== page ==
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And we can elaborate on that by saying loving God looks like the first four commandments.
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Loving neighbor looks like the next six commandments. And then we can elaborate on that even further by looking at the case studies and the case law and the way that scripture itself enumerates the ways that we love
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God and love neighbor. On these two tables hang all of the law and the prophets.
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So our great principle as we approach the two tables this morning is we need to understand which is the greatest and then we need to understand that the second is like it.
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The second is like it. The greatest is to love the Lord God.
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The second is to love your neighbor. These are the two tables and if we don't understand what makes them differ or if we fail to hold them together we will run into danger.
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And so I want to consider two dangers when we fail to understand what makes them differ or we fail to hold them together.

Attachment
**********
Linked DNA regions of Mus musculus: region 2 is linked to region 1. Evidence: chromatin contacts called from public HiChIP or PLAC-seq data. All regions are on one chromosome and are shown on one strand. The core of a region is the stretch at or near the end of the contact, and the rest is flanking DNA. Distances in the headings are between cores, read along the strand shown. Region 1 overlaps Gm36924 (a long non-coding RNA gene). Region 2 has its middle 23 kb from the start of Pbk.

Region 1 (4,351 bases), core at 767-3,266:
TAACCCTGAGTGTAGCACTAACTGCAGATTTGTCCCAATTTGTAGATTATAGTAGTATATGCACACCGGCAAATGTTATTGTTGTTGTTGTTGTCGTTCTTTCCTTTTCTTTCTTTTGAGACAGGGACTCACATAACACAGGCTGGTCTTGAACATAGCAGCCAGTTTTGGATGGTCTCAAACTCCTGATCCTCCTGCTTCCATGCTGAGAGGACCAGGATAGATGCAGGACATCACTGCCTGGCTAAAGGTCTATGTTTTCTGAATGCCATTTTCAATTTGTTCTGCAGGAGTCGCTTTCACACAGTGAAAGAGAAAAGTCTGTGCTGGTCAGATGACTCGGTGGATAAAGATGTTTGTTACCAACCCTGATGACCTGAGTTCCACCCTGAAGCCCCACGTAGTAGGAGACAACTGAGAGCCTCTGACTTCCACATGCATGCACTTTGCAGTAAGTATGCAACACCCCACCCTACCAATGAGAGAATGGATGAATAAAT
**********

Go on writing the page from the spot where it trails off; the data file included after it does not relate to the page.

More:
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Two dangers. Here's the first danger. The first danger is loving God but not loving your neighbor.
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That's the first great danger. Loving God but not loving your neighbor. In other words, being rigorous in your zeal for the first table, being slack and unconcerned about the second table.
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Loving God but not your neighbor. Matthew 19 beginning in verse 16, behold one came and said to Jesus, good teacher, what good thing shall
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I do that I may have eternal life? And Jesus said to him, why do you call me good?
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He's sort of testing the integrity of his morality. How do you define what is good?
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What's your metric? What's your compass? How do you adjudicate what counts as good?
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Why do you call me good? No one is good but one that is God but I digress, he's essentially saying but if you want to know how to enter into life, keep the commandments.
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Jesus is sort of walking around kicking the tires on this young man. Very concerned to enter the kingdom.
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You called me good teacher, how do you define good? You're so concerned to enter life, keep the commandments.
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He says to him, which ones? Already this is starting out at sort of a
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D minus as far as passing the test here. Keep the commandments, which ones? What do you mean which ones?
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All of them. Keep the commandments. But essentially he's saying, well, of course
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I'm keeping the commandments. I'm coming to you because perhaps I'm missing or perhaps I'm neglecting, I don't have assurance.